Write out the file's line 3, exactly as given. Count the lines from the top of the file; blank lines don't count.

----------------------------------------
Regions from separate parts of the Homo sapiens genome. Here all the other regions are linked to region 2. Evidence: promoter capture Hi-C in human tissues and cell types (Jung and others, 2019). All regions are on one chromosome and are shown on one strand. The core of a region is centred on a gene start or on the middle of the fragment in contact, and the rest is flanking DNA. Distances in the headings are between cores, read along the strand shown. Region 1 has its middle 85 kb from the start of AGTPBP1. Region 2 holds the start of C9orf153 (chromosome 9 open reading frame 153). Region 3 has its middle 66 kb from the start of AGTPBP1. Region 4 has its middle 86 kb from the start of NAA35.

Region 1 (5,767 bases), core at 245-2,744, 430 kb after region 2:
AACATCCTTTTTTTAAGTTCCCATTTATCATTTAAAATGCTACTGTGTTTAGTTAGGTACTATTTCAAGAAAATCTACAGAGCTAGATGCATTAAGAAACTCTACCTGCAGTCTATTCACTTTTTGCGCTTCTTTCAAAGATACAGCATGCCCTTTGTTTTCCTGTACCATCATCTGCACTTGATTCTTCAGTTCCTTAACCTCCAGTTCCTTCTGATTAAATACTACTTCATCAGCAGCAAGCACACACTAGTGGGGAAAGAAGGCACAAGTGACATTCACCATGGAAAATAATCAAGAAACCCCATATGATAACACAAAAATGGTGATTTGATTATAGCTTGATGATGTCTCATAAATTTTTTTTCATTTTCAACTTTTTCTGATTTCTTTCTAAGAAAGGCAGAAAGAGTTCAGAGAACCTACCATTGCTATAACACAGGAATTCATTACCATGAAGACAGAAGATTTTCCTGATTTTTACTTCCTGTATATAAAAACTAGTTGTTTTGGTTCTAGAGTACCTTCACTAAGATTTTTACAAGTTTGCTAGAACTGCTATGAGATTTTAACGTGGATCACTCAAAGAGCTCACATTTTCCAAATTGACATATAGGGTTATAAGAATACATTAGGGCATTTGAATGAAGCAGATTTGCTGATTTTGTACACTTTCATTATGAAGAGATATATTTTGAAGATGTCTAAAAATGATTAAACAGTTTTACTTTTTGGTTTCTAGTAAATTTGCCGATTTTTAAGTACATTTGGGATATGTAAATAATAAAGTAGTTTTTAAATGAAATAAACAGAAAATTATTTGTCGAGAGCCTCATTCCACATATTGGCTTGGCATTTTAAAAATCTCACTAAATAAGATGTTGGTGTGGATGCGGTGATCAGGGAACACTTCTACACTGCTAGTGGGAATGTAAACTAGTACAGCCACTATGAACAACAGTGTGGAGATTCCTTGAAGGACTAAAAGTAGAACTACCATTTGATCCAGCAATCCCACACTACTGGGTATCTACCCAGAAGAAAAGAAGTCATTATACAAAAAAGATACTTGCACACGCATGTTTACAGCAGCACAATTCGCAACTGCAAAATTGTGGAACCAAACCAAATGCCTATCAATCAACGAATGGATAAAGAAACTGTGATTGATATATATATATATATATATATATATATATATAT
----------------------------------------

AACATCCTTTTTTTAAGTTCCCATTTATCATTTAAAATGCTACTGTGTTTAGTTAGGTACTATTTCAAGAAAATCTACAGAGCTAGATGCATTAAGAAACTCTACCTGCAGTCTATTCACTTTTTGCGCTTCTTTCAAAGATACAGCATGCCCTTTGTTTTCCTGTACCATCATCTGCACTTGATTCTTCAGTTCCTTAACCTCCAGTTCCTTCTGATTAAATACTACTTCATCAGCAGCAAGCACACACTAGTGGGGAAAGAAGGCACAAGTGACATTCACCATGGAAAATAATCAAGAAACCCCATATGATAACACAAAAATGGTGATTTGATTATAGCTTGATGATGTCTCATAAATTTTTTTTCATTTTCAACTTTTTCTGATTTCTTTCTAAGAAAGGCAGAAAGAGTTCAGAGAACCTACCATTGCTATAACACAGGAATTCATTACCATGAAGACAGAAGATTTTCCTGATTTTTACTTCCTGTATATAAAAACTAGTTGTTTTGGTTCTAGAGTACCTTCACTAAGATTTTTACAAGTTTGCTAGAACTGCTATGAGATTTTAACGTGGATCACTCAAAGAGCTCACATTTTCCAAATTGACATATAGGGTTATAAGAATACATTAGGGCATTTGAATGAAGCAGATTTGCTGATTTTGTACACTTTCATTATGAAGAGATATATTTTGAAGATGTCTAAAAATGATTAAACAGTTTTACTTTTTGGTTTCTAGTAAATTTGCCGATTTTTAAGTACATTTGGGATATGTAAATAATAAAGTAGTTTTTAAATGAAATAAACAGAAAATTATTTGTCGAGAGCCTCATTCCACATATTGGCTTGGCATTTTAAAAATCTCACTAAATAAGATGTTGGTGTGGATGCGGTGATCAGGGAACACTTCTACACTGCTAGTGGGAATGTAAACTAGTACAGCCACTATGAACAACAGTGTGGAGATTCCTTGAAGGACTAAAAGTAGAACTACCATTTGATCCAGCAATCCCACACTACTGGGTATCTACCCAGAAGAAAAGAAGTCATTATACAAAAAAGATACTTGCACACGCATGTTTACAGCAGCACAATTCGCAACTGCAAAATTGTGGAACCAAACCAAATGCCTATCAATCAACGAATGGATAAAGAAACTGTGATTGATATATATATATATATATATATATATATATATAT